For Baselworld 2016, luxury fashion house Chanel returned some of their wristwatch-making focus to men with the debut of the “Monsieur de Chanel.” With a novel design and movement produced in-house (in La Chaux-de-Fonds, Switzerland), using some parts made by very good local Swiss component suppliers, this surprise move by the Parisian brand should cause even the most staunchly conservative watch fans to raise their eyebrows.
Chanel has an interesting history with men’s watches that began in roughly the year 2000 with the release of the famed J12 collection. Housed in a black or white ceramic case, the Chanel J12 was originally a model for both men and women, but the collection quickly adopted a mostly female wearer base, even though it solidified black ceramic as a modern material for many men’s watches that would come after it.
The most recent attempt by Chanel to cater to the men’s watch market was in 2010 when the brand released the J12 Marine (hands-on here) – a diving watch variant of the Chanel J12 which was an aesthetic success (in my opinion) but unfortunately a reported sales disappointment. Since the J12 Marine, Chanel hasn’t released any new men’s watch collections, with perhaps the exception of an occasional J12 collection line extension here and there. Instead, Chanel focused heavily on expanding the world of Chanel J12 watches for women, as well as its historic and very attractive Premiere range. Chanel also debuted its mostly very high-end Mademoiselle Prive women’s watch collection, as well as the more youth-oriented Boy.Friend watch range which, in my opinion, exists as an evolutionary arm of the Premiere.
For 2016, Chanel returns to men’s watches in a very serious way with a haute horology timepiece that attempts to combine the brand’s refined Parisian sense of style with a modern technical prowess horological aficionados demand. In my opinion, the debate over whether fashion houses can “legitimately” come out with a high-end timepiece is over. There are just too many brands which people can think of as fashion houses that have too many nice watches. If there is a timepiece you otherwise like but feel hesitant about fully liking because of the name on the dial, then you are being close-minded in an seriously ironic way. Any company be it a small independent or a major fashion icon should be able to come out with a good timepiece that is purely judged on its merits.
With that said, it is true that for the most part male consumers in the East are those who are drawn to high-end timepieces from high-end fashion brands. Western men are statistically a bit more conservative with their choice of watch brand – so let’s see if Chanel’s new Monsieur can attract any converts. I’ve personally been waiting six years for Chanel to come out with a serious new timepiece, and the time has finally come.
The Chanel Monsieur is quite pricey, costing in the vicinity of $35,000 for an 18k gold watch with a moderate level of complexity. With that said, there isn’t too much quite like it on the market, and the movement is rather impressive. Let’s just consider the Chanel Monsieur a watch for serious collectors who aren’t too concerned about spending a premium for a new product from a brand with a built-in “prestige cost.”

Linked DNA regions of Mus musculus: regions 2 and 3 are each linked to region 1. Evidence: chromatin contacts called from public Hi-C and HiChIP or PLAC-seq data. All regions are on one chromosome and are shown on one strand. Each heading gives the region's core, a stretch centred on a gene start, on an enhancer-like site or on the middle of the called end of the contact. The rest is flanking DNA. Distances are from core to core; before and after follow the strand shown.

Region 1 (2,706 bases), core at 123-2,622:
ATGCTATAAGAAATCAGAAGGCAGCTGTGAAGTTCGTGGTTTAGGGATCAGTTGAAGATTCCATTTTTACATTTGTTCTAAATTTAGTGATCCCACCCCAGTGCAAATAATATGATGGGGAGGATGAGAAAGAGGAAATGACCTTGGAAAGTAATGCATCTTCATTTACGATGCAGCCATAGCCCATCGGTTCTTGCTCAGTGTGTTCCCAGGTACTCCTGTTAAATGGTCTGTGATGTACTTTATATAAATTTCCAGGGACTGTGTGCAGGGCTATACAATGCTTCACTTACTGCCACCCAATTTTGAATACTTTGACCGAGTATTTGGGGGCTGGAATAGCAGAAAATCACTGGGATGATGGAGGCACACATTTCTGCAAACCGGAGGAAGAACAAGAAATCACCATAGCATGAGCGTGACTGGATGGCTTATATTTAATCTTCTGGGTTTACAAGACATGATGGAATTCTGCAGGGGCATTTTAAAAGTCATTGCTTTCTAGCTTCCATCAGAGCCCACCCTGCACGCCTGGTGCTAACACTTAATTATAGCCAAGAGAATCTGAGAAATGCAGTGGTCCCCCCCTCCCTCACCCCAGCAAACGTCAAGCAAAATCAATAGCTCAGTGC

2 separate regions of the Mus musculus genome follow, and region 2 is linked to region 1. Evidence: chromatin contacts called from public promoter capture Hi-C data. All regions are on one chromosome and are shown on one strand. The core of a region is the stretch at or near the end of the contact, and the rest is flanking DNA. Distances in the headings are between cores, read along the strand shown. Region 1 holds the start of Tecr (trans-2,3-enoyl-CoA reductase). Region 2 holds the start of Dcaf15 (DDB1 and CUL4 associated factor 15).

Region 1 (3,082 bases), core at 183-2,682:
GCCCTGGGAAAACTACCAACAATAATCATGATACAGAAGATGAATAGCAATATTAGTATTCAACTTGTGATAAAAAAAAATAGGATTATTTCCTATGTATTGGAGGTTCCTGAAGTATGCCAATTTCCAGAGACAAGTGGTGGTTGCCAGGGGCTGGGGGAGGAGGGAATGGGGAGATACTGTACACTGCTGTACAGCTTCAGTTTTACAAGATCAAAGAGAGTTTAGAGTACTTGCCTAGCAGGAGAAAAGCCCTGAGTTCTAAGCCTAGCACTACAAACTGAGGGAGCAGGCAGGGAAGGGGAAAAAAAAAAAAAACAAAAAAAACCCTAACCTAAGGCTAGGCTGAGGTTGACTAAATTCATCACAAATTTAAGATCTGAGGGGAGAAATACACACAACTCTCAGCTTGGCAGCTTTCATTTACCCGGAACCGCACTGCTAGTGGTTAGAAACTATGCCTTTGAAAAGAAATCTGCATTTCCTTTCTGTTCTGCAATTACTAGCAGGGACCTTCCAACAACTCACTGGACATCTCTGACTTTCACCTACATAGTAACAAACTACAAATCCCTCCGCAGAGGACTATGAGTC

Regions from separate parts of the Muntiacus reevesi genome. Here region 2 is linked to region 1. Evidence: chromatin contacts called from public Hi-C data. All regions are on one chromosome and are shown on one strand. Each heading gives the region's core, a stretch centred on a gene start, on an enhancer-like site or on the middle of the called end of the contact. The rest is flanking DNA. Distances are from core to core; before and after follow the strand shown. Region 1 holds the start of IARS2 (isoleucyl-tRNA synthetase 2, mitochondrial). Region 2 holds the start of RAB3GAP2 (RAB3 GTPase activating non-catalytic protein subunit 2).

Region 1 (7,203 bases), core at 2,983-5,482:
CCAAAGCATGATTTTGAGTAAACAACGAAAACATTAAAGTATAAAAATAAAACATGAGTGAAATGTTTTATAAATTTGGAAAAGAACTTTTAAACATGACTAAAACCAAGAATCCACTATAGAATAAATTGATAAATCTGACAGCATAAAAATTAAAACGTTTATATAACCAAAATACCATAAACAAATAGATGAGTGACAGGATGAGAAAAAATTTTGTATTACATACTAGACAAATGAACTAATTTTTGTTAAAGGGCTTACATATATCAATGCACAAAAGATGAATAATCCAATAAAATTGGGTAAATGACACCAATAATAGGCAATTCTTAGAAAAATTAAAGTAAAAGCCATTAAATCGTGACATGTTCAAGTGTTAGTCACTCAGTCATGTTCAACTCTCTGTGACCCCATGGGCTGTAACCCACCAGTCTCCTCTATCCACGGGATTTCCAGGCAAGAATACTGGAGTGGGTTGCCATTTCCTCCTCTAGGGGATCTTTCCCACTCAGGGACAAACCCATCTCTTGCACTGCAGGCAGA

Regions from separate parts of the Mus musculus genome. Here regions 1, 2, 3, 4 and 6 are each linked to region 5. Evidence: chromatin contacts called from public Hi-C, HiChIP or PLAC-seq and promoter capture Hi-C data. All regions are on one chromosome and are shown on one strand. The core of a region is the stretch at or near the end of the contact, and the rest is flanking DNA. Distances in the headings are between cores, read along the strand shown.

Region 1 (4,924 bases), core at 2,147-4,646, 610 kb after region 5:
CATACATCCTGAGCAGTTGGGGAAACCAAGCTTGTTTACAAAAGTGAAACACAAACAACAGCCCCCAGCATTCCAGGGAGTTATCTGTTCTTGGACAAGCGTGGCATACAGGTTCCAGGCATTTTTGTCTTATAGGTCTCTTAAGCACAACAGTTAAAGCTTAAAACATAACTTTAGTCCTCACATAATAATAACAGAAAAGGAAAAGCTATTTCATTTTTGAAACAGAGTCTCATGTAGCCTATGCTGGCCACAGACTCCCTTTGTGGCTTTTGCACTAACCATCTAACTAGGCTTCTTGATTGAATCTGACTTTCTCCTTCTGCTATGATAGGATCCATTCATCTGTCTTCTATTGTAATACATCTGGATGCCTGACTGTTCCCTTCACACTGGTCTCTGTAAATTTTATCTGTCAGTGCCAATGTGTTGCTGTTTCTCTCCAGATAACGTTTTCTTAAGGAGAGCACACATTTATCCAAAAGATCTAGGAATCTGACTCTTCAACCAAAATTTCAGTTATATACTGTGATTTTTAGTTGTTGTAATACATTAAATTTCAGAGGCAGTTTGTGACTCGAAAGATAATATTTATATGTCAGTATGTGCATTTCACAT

With that said, I think traditional watch lovers will be keen to learn that one of the major part suppliers for the Chanel Monsieur’s Calibre 1 movement is the extremely talented Romain Gauthier. In addition to his eponymous Romain Gauthier timepiece brand, Mr. Gauthier (who is an micro-engineer and self-taught watchmaker) has been and continues to be a supplier of very high-quality specialized mechanical watch movement components. You can see our hands-on coverage of his rather fantastic Logical One watch here. Watch lovers with a keen eye can see some of his signature talents in the parts of the Chanel Calibre 1 movement. Everything is almost totally custom, from the style of the gears to the “circles within circles” aesthetic design of how the gears, wheels, and bridges are engineered to work together. The collectors’ value in a watch like the Chanel Monsieur is not a mere sum of the parts, but in the unique design and difficulty in producing the parts that go into the movement’s construction.
Modernism is a major theme in the movement which uses a range of silver-colored to deep gray-colored components of various finishes. While the movement benefits from a host of hand-finishing, its design is meant to evoke our modern times rather than elicit the sense of looking at a purely traditional “old school” timepiece movement.
Manually-would, the Chanel Calibre 1 has a power reserve of 72 hours operating at 4Hz (28,800bph). Note the star-style spokes in the balance wheel as well as the tapering spokes in each of the gears – as these are good examples of the type of expensive custom parts made especially for the Chanel Monsieur’s mechanical movement. Those with a prejudice against the movement simply because it says Chanel would have absolutely no problems if it said Audemars Piguet, Bulgari, Piaget, Roger Dubuis, or for that matter, Romain Gauthier. I say this because I know many watch lovers tend to shy away from “fashion label watches” no matter how nice they are – and I feel that such sentiments are naive, preventing timepiece fans from enjoying many true combinations of art and technique.